By Cristina Mestre
Changes to the fifth edition of the
manual, known as DSM-5, were revealed in January, and the manual itself will be published in May.
Among the most controversial of the changes to the
DSM-5 are those regarding the definition of autism, which currently
falls under the diagnostic category of Pervasive Developmental Disorders, or PDD. In the new manual, autism will be referred to as Autism Spectrum
Disorder (ASD). In honor of World Autism Awareness Day today,
we asked Martin Lubetsky, M.D., clinical service chief for Child and Adolescent Psychiatry and the Center for Autism and Developmental
Disorders at Western Psychiatric Institute and Clinic of UPMC, to
explain the significance of the DSM-5’s new classification for autism.
Q: Can you give us a quick overview of autism?
A: Autism is a developmental neurobiological disorder, characterized by
severe and pervasive impairments in social interaction and communication skills
(verbal and nonverbal), and by restricted, repetitive patterns of behavior,
interests or activities.
Q: What are the autism-related changes in the new edition
of the DSM?
A: Under DSM-5, the separate diagnostic subcategories
under PDD in DSM-IV will now be subsumed under one category - Autism Spectrum Disorder. This puts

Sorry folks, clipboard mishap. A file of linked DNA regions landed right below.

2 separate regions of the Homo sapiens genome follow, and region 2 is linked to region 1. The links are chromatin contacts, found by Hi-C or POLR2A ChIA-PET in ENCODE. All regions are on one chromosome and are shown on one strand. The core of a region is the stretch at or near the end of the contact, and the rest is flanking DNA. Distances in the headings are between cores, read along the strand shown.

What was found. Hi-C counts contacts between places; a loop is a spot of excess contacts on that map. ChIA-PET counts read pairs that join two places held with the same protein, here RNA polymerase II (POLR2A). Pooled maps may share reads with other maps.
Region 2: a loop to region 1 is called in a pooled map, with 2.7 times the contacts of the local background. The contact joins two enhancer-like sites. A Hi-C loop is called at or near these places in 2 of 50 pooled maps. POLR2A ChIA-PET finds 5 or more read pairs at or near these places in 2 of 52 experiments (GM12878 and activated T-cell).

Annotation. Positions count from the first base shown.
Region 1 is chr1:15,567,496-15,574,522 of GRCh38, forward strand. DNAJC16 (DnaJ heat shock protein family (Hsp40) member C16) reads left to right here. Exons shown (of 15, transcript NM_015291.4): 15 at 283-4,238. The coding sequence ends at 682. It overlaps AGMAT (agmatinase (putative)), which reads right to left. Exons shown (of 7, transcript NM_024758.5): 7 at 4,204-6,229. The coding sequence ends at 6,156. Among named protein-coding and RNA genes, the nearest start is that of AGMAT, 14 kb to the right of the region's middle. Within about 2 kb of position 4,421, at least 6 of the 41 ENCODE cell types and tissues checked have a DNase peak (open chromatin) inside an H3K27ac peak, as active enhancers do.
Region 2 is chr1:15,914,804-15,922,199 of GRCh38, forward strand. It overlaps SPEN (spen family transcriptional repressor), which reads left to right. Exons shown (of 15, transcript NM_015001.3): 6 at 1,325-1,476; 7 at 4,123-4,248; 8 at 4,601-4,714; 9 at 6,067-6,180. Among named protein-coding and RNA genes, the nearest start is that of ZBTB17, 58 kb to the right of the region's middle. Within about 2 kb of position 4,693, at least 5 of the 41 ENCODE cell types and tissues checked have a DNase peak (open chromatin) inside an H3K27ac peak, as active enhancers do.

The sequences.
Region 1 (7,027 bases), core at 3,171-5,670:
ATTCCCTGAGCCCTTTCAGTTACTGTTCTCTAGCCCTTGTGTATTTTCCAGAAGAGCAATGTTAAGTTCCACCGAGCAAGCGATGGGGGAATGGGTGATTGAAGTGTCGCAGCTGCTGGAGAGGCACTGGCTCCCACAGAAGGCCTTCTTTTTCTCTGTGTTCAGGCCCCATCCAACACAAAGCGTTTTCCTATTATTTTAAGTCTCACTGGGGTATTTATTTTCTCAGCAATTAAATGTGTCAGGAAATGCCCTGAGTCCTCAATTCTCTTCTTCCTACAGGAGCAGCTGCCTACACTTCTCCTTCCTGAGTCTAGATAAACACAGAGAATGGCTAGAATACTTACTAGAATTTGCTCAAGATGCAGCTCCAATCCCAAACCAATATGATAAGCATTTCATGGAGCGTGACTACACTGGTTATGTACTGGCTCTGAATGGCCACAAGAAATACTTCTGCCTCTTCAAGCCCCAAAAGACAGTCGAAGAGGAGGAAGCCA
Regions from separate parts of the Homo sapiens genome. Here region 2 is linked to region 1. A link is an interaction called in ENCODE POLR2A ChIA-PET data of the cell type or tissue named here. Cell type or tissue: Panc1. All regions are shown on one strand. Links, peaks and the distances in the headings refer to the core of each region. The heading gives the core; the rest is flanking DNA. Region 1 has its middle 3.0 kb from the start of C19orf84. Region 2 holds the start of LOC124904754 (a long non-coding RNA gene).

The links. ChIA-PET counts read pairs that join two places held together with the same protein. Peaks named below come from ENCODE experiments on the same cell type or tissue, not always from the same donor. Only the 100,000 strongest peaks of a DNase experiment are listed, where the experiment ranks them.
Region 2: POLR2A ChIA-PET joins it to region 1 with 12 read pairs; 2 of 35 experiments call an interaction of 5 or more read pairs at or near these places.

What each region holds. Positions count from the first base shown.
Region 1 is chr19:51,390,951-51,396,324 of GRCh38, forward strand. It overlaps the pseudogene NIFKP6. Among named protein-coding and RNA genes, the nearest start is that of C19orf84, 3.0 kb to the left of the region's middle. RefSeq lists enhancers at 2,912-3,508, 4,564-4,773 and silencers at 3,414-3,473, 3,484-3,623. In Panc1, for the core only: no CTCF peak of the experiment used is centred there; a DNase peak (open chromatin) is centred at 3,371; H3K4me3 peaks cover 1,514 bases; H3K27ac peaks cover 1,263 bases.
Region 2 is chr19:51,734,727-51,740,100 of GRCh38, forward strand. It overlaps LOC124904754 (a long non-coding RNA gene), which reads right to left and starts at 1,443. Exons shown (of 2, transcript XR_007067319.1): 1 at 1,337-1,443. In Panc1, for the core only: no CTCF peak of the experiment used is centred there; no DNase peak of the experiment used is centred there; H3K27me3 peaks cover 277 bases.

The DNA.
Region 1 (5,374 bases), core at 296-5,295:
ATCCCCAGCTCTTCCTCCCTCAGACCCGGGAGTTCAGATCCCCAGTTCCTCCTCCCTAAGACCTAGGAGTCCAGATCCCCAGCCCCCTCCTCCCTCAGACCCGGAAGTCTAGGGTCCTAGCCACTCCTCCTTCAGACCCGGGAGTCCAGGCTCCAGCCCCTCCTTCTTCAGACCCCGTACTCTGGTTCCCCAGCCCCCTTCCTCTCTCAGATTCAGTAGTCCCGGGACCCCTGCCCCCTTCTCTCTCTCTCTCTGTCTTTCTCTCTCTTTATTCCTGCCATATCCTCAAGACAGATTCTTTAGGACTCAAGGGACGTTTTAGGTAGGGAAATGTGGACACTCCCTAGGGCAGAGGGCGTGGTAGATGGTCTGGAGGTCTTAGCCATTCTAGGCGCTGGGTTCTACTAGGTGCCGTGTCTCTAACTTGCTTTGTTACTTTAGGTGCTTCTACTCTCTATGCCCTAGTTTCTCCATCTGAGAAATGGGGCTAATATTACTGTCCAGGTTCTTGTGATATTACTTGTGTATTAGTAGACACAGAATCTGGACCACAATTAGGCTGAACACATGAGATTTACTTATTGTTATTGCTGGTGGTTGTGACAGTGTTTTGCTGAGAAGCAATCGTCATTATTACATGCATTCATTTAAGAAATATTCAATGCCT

autistic disorder, Asperger’s disorder, pervasive developmental disorder not
otherwise specified (PDD-NOS) and childhood disintegrative disorder ALL under
The new ASD diagnostic category will include
specifiers for severity and verbal abilities, and will also include associated
features such as known genetic disorders, epilepsy and intellectual disability.
Severity levels are based on the amount of support needed by an individual with
ASD; e.g., an ASD patient could be considered “level 1,” “level 2” or “level
The new ASD diagnostic category will also combine
the current three domains of autism symptoms (social impairment, communication
impairment, and repetitive/restricted behaviors) into two domains (social interaction
and communication deficits, and restricted interests/repetitive behaviors).
Q: I’ve read that a lot of people are concerned with these changes, can
you explain why?
A: Many parents and professionals are questioning the
new DSM-5 revised diagnosis of
autism. One concern raised is whether individuals currently diagnosed with
Asperger’s disorder and PDD-NOS may not meet the new criteria. The DSM-5 committee has stated that
individuals who currently have a diagnosis on the autism spectrum will retain
their ASD diagnosis. A second concern
raised is whether there would be risk of
change in school placement or funding for treatment, if a child with autism
does not meet the new criteria. A third concern
is whether there would be a loss of “identity” for individuals diagnosed with
Asperger’s disorder who will fit into the broader ASD category.
Q: What is the APA’s rationale for these changes?
A: The DSM-5 committee has defended the new
categorization as an improvement in accuracy and reliability of diagnosis of
ASD. The APA notes that the new version is more
precise, and that autism is defined by a common set of behaviors, therefore
should be classified based on severity.
Furthermore, the new criteria are considered to be more thorough.
Q: What autism services and treatments are offered
at the Center for Autism and Developmental Disorders at Western Psychiatric
Institute and Clinic (WPIC) of UPMC?